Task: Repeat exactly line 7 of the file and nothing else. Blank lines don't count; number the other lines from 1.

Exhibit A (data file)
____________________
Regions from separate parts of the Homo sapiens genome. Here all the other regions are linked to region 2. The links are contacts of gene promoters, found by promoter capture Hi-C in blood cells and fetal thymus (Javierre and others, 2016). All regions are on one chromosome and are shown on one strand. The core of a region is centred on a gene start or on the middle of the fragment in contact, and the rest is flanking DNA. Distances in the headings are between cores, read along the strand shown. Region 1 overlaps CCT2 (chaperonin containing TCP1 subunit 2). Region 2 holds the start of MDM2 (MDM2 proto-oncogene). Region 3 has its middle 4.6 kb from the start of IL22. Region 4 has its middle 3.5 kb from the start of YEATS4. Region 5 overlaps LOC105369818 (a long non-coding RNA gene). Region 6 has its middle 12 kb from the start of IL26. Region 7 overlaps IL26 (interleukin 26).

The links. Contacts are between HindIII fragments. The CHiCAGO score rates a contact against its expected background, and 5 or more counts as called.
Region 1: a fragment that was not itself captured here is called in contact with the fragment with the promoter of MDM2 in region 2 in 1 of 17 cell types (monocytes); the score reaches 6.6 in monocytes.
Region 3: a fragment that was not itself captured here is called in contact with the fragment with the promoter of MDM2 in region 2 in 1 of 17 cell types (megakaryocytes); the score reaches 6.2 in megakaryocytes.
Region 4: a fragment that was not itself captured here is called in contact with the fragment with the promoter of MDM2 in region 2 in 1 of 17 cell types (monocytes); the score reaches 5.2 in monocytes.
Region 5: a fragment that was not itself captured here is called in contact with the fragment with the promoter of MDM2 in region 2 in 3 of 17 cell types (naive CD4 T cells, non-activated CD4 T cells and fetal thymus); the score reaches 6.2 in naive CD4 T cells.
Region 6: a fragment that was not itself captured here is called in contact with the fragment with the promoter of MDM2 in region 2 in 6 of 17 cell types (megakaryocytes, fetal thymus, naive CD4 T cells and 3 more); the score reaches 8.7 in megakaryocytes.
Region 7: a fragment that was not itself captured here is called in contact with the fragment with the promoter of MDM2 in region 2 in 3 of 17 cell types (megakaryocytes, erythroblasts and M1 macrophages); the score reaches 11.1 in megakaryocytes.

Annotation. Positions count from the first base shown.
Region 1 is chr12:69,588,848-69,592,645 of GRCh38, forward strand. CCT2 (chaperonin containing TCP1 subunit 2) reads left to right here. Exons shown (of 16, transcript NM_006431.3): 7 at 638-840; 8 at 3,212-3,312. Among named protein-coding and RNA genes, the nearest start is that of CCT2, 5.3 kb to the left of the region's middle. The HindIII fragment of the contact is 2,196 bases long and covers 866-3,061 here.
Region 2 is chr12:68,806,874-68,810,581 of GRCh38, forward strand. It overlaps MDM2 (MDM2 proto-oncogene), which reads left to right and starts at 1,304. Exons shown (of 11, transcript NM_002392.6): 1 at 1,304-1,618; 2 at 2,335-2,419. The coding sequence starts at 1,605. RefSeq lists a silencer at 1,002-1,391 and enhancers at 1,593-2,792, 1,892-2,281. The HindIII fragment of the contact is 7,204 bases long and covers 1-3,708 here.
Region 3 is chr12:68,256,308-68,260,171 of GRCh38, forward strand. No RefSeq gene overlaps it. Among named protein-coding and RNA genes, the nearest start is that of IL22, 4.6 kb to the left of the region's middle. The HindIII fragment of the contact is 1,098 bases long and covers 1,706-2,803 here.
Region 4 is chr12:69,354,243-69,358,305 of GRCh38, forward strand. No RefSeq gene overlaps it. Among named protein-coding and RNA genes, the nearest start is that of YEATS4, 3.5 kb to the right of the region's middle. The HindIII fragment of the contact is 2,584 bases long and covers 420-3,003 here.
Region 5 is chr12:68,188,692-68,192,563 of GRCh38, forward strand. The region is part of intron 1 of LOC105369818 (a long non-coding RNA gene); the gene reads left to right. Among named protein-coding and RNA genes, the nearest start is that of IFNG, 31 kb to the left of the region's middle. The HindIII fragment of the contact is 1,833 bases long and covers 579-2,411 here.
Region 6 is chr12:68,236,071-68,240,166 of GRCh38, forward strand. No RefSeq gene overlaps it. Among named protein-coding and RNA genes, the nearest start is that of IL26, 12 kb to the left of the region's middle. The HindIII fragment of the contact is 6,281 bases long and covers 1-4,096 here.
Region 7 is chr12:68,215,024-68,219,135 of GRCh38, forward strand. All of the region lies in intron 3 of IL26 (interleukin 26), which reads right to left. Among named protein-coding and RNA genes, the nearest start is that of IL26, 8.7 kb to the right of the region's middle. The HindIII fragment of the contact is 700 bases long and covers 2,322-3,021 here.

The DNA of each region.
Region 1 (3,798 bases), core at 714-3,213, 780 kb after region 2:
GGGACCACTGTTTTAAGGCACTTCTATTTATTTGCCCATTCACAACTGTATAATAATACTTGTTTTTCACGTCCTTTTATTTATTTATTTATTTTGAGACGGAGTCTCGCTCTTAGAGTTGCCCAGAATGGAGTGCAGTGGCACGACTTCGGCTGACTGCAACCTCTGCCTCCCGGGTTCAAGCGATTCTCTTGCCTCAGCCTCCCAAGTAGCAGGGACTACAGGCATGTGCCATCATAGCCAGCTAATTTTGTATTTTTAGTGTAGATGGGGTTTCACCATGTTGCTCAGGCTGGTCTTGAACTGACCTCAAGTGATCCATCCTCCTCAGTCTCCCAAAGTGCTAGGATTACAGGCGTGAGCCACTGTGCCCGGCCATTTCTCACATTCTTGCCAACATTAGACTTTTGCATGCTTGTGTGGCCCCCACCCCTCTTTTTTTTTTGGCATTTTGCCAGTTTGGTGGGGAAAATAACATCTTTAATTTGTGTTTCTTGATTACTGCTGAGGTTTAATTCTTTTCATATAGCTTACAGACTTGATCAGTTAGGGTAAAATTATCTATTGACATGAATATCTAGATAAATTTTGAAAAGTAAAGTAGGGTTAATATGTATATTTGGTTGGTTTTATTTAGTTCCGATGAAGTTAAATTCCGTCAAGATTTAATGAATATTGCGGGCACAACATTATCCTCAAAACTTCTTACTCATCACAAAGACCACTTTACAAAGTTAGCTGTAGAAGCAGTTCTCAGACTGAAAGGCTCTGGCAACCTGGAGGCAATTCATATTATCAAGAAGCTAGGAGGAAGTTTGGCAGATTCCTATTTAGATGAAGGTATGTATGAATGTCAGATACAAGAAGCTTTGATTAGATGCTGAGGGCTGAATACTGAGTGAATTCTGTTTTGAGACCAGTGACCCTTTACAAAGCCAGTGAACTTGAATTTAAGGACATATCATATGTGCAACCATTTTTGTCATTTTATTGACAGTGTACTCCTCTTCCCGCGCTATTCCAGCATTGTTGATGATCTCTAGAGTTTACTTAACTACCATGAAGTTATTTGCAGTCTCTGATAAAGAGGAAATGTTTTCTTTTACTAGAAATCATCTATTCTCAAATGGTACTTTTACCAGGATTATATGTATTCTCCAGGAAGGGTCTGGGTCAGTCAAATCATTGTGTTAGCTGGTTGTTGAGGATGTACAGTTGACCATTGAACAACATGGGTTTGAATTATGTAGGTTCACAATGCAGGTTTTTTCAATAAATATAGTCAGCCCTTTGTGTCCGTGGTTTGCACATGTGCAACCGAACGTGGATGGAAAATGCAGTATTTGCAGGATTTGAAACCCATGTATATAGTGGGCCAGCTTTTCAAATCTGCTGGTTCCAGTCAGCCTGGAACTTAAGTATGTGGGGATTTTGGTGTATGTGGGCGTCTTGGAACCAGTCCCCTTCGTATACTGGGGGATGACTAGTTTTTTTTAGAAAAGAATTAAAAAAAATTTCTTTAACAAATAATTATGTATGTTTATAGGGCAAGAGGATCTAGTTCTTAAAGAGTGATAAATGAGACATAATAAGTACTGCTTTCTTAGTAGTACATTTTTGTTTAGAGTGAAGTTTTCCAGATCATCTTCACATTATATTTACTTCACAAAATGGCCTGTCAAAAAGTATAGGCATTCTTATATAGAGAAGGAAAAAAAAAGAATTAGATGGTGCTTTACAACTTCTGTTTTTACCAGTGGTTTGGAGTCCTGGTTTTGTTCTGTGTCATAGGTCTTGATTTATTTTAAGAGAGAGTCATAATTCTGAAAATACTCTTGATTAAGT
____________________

Region 6: a fragment that was not itself captured here is called in contact with the fragment with the promoter of MDM2 in region 2 in 6 of 17 cell types (megakaryocytes, fetal thymus, naive CD4 T cells and 3 more); the score reaches 8.7 in megakaryocytes.